I’m aging. I don’t like it. Unlike being an infant and being unaware in my helplessness, I will someday be helpless again (oh, I do hope not too helpless) only this time, I will be aware of that helplessness and my dependency upon others. I will be aware of days when I was stronger, when I was healthier, when I was better able to cope independently. I think I will not enjoy being in that place. I am working hard now to avoid that by staying as active and mentally alert as possible.
I wonder often, of late, what these days will really be like. Like the fable of the Ant and the Grasshopper, I wonder when it comes to the latter years of my life will I be more like the Grasshopper or the Ant? So often, to date, I’ve foolishly chosen the role of the Grasshopper. I do not choose this path now, but I doubt myself. Can I adequately prepare for the winter years of my life at this late stage of the game. Am I even ready, beyond merely storing away for a rainy day, to weather all that I might encounter in years to come? Aging, especially aging well, is not for the faint of heart.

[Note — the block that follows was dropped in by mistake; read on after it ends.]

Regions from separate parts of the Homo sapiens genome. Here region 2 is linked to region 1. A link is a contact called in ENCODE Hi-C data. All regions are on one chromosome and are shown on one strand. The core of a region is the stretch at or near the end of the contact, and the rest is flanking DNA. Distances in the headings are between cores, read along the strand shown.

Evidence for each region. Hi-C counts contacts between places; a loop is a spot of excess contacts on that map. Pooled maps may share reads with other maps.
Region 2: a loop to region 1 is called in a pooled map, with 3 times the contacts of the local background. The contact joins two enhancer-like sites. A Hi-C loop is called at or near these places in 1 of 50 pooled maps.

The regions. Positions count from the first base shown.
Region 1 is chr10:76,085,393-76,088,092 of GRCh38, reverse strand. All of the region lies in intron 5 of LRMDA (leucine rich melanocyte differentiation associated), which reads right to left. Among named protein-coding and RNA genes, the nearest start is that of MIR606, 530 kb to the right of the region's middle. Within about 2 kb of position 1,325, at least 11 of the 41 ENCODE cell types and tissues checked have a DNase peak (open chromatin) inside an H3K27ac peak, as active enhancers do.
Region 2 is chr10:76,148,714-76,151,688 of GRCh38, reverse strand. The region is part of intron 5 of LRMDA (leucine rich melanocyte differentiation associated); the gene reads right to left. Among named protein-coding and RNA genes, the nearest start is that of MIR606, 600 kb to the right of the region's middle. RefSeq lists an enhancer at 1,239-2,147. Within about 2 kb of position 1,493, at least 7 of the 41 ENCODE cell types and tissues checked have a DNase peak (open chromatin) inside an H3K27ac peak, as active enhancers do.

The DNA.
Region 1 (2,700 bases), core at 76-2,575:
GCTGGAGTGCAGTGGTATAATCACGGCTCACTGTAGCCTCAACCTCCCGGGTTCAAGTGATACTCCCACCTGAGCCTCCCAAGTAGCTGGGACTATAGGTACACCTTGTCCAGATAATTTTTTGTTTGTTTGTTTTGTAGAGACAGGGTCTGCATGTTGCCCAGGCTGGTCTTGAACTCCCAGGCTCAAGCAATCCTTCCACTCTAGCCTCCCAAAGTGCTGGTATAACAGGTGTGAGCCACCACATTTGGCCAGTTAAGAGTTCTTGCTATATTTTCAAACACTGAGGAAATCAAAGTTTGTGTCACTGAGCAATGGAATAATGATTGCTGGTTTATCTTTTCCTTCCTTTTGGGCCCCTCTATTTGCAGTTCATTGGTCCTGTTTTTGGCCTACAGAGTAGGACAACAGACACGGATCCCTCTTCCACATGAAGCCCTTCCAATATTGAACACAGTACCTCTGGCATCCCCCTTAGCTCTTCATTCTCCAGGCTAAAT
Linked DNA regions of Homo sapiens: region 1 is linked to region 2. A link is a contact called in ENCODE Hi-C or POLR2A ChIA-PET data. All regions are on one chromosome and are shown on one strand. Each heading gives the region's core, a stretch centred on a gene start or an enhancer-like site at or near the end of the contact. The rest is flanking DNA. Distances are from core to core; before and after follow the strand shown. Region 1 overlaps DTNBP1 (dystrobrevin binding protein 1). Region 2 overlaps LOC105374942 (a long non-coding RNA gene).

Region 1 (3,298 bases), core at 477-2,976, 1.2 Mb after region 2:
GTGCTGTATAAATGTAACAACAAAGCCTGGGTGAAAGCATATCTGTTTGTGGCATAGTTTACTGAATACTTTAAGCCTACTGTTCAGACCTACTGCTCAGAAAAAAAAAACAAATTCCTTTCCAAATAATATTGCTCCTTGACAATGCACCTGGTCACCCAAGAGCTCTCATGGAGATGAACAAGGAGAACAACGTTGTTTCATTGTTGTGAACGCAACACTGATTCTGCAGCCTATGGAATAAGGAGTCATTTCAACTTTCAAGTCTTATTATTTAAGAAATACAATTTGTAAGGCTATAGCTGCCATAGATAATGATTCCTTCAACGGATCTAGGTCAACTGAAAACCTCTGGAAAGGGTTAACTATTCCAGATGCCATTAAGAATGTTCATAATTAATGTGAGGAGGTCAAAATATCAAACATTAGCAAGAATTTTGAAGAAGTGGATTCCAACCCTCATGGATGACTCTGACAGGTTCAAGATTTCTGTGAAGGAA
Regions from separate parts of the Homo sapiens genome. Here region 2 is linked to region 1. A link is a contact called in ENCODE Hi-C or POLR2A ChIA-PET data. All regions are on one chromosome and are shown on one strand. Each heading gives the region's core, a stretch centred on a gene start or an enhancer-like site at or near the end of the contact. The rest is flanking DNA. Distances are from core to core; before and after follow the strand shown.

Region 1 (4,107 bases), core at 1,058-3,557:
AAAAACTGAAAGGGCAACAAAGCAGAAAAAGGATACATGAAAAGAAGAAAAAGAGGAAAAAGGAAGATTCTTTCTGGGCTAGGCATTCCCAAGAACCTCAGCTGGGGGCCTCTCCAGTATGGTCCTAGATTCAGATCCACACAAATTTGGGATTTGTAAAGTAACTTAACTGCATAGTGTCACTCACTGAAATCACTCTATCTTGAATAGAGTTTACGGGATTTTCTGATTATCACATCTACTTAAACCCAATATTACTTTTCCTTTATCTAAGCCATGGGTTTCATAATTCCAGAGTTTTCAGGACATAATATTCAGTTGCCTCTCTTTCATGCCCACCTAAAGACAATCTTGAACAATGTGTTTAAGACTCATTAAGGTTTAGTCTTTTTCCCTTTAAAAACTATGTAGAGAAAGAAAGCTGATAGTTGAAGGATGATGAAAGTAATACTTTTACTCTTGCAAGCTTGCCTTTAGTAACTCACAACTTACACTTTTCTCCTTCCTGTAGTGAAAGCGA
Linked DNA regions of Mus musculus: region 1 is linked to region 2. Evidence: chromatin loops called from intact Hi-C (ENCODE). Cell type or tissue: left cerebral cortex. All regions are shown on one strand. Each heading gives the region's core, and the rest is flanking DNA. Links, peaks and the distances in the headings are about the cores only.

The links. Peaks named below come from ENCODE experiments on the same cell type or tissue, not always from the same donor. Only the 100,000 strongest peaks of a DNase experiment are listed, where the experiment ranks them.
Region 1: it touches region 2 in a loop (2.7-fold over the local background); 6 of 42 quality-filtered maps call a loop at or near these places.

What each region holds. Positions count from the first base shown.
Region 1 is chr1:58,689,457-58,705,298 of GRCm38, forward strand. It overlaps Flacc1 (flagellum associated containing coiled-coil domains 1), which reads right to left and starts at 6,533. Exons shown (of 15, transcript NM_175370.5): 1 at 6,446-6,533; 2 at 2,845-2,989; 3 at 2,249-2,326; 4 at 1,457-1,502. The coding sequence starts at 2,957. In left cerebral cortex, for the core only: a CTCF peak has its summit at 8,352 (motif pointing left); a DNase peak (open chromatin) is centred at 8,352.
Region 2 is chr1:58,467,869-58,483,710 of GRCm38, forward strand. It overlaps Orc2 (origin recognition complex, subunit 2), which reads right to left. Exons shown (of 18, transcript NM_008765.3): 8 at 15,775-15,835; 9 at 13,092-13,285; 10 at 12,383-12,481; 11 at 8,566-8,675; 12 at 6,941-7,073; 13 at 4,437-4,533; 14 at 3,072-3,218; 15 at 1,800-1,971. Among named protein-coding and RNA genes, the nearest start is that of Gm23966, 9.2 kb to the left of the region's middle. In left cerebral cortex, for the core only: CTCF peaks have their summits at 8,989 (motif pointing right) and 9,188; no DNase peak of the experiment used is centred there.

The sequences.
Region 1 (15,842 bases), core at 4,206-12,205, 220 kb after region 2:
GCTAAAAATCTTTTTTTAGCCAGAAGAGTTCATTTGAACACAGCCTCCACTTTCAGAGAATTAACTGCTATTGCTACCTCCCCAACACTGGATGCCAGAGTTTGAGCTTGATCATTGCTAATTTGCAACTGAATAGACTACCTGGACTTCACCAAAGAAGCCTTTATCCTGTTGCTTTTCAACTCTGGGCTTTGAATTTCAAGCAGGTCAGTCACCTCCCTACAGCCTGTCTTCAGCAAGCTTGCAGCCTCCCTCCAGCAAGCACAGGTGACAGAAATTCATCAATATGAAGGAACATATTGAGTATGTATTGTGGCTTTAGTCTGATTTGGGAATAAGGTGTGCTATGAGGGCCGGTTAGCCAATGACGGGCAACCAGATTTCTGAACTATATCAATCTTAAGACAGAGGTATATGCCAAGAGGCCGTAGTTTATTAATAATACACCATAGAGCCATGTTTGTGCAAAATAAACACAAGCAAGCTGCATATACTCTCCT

So, facing the reality of my humanity and my mortality, I pause to consider a few lessons gleaned from my 3-year-old self. These lessons don’t do anything to slow the inevitable ticking of the clock in its relentless march toward the future, but they might help make the the journey into the days ahead something far more enjoyable to look back on than my anxious 49.75 year-old-self is doing now. These ideas are not new, they are not profound, but they are, I think, helpful in creating the kind of perspective that creates the kind of life that leads to the kind of future I hope to live.